Tomorrow, Brighton and Hove will head to the polls for the local elections to decide the direction of the city for the next four years.
Among the six different parties running is the eurosceptic party UKIP, which are hoping to capitalise on animosity towards the main parties over Brexit.
The party has never held a seat in Brighton and Hove, but Nigel Furness, the party’s candidate in Central Hove, believes that the party has a good chance of holding the balance of power.
He said: “All of the other parties say we are a horrible, right-wing organisation, but the very reverse is the truth. We’re the most democratic organisation in the city.”
So what would UKIP councillors do Brighton and Hove residents if elected tomorrow?
Being innovative on housing
In the party’s manifesto, UKIP plans to pursue a building programme for new homes, prioritising local people in the city. Furness says that the local council needs to be more innovative in their plans for housing in Brighton.
“It’s not so much that we have a lack of land, we need to use the land we have available widely,” he explained.
“We believe we must have a housing programme where every innovative idea will be used and every parcel of land will be used sympathetically. In Tokyo, they are going eight to ten levels underground, with supermarkets, factories, places that don’t need the light of day, because their land value is the highest in the world. This is what we need to do.”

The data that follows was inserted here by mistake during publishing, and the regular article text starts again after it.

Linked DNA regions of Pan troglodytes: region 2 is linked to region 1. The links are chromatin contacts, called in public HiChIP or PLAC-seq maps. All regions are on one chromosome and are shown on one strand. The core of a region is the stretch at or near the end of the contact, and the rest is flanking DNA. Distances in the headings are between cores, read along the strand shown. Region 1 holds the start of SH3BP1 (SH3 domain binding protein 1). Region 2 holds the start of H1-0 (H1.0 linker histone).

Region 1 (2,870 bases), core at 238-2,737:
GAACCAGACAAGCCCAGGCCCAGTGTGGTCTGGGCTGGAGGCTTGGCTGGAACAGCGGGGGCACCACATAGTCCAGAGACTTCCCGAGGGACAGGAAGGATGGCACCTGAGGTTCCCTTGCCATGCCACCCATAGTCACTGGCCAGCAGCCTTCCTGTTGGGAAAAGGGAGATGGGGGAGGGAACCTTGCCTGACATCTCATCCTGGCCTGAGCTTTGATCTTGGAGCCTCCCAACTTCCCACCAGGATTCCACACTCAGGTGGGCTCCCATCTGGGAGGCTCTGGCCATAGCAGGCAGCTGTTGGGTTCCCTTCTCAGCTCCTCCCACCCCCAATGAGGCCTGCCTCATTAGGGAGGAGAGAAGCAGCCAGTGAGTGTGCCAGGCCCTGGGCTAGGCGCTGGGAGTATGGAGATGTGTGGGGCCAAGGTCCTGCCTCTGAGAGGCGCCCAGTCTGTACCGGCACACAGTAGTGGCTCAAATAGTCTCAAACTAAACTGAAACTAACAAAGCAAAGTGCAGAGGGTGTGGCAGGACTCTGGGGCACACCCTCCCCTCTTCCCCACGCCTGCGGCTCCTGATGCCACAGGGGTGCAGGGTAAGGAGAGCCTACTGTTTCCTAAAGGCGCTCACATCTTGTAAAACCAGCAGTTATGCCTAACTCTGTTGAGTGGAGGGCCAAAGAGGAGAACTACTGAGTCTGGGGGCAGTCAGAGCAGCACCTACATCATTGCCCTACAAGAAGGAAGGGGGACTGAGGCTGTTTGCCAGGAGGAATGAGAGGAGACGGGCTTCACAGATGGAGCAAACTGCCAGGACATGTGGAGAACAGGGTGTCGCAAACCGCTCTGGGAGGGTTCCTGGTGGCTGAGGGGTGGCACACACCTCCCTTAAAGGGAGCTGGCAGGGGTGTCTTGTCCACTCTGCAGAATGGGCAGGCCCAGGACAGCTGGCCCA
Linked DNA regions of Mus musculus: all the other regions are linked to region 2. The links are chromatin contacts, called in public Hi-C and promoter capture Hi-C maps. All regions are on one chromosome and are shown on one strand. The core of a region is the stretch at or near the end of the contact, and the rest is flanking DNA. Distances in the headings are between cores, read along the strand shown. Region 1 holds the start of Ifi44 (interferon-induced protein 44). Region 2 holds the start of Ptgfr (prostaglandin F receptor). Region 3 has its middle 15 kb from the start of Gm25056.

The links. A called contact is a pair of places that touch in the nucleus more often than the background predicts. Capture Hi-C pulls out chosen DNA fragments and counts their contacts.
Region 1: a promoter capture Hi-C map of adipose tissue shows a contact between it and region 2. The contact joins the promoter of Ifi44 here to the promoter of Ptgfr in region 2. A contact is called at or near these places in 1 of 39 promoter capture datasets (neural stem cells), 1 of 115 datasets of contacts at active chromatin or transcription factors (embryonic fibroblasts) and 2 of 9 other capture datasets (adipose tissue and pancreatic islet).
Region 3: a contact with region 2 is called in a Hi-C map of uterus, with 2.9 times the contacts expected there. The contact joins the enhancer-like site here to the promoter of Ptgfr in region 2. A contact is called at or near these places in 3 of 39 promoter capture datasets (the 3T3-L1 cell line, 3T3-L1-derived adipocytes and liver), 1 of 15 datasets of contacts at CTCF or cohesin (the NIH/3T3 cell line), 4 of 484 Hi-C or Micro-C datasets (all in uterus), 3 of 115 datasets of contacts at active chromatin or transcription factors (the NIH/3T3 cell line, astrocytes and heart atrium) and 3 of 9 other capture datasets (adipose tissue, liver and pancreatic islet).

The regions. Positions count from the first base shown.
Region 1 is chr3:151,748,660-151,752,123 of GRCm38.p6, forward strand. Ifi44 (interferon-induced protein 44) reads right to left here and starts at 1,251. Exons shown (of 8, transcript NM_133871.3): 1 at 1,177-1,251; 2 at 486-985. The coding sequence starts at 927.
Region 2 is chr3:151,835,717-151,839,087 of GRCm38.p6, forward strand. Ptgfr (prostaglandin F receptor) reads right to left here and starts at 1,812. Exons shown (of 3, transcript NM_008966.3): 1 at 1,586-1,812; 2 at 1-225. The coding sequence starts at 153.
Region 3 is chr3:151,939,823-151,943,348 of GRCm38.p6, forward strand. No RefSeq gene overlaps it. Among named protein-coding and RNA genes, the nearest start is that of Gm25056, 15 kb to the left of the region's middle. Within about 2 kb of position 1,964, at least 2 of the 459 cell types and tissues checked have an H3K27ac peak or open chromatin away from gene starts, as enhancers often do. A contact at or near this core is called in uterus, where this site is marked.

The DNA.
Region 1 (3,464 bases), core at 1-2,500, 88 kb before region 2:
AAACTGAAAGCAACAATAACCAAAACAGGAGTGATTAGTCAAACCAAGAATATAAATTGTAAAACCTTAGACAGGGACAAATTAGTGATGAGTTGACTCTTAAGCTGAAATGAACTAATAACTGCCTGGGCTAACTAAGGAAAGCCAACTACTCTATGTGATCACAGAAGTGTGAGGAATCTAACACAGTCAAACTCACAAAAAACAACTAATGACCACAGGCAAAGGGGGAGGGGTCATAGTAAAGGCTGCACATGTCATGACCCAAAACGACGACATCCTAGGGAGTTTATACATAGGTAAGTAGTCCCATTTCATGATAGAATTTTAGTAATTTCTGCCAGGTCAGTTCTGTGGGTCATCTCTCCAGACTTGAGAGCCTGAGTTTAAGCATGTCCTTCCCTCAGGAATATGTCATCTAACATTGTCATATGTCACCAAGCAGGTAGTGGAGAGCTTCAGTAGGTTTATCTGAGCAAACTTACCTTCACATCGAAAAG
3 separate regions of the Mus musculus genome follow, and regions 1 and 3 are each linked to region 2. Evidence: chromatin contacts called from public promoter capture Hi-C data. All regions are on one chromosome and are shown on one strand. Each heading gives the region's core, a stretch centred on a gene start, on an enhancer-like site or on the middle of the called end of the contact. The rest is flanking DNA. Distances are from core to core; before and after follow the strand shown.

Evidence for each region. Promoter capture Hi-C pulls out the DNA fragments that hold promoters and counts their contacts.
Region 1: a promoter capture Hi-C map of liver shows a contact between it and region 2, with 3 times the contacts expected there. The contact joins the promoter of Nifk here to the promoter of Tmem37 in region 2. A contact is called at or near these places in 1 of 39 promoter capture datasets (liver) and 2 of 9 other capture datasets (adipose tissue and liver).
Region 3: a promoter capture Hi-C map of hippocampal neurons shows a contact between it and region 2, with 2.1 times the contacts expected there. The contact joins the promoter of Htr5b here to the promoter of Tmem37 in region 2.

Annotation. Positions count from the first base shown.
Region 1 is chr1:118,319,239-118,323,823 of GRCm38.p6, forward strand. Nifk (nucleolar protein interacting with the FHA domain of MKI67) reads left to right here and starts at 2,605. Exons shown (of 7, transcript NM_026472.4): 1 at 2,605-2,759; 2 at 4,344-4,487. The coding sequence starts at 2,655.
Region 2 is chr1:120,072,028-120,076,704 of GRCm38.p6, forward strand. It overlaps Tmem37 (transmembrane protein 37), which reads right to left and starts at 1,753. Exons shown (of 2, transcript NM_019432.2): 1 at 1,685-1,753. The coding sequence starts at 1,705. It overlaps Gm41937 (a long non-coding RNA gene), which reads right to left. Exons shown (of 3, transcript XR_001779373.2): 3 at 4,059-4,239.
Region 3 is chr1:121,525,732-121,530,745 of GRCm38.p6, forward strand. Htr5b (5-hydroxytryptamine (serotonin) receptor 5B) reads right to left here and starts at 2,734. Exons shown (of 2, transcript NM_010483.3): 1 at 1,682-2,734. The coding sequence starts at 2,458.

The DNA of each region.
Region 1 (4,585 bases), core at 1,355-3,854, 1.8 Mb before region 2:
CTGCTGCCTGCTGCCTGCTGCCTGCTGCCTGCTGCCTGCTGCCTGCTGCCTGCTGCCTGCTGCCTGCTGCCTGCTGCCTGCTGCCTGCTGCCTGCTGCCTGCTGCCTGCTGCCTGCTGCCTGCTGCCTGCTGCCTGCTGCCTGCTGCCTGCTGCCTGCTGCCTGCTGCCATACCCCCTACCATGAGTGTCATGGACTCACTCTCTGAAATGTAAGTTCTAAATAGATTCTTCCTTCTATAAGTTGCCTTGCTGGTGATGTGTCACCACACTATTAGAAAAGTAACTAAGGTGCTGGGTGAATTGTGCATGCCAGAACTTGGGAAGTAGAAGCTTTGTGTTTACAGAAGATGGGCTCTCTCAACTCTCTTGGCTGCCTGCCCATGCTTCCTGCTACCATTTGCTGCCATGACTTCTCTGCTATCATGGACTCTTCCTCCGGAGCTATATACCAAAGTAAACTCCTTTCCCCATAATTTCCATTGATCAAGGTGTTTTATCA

However, Furness is extremely critical of the Liberal Democrats’ proposal to build new housing on Hollingbury Golf Course and said that building on green belt isn’t acceptable.
“The Liberal Democrats are saying they will build all over the most magnificent space. These green lungs are essential,” he said.
On tackling homelessness, the party supports plans for a permanent night shelter in the city.
Furness said: “We totally agree with the council supporting accommodation for those currently in need. To have a roof over your head, whatever the weather, is a basic human right. There must be something, no matter how basic.
That said, he is critical of the ‘fake homeless’, who he claims take to the streets to get money for utility bills, alcohol and cigarettes.
“I know virtually every one of the faces from the Old Steine right the way through to George Street in Hove, and hardly one of them is properly homeless. What gets me is that they’re causing people to do dreadful things to genuinely homeless people.”
“It’s childish in its naivety “
Another area of concern for the party is the proposals for Valley Gardens, which include a five-lane highway and a T-junction by Brighton Palace Pier.
Furness was heavily critical of the plans to get rid of the roundabout, calling it “insanity on steroids”, and said the proposals will cause more pollution and congestion in the city.
He asked: “If you want less fumes, doesn’t it make more sense to move from A to B as soon as possible?”
Furness believes that money towards the scheme would have been better spent on a more radical alternative to dealing with the city’s transport issues – an underground metro network.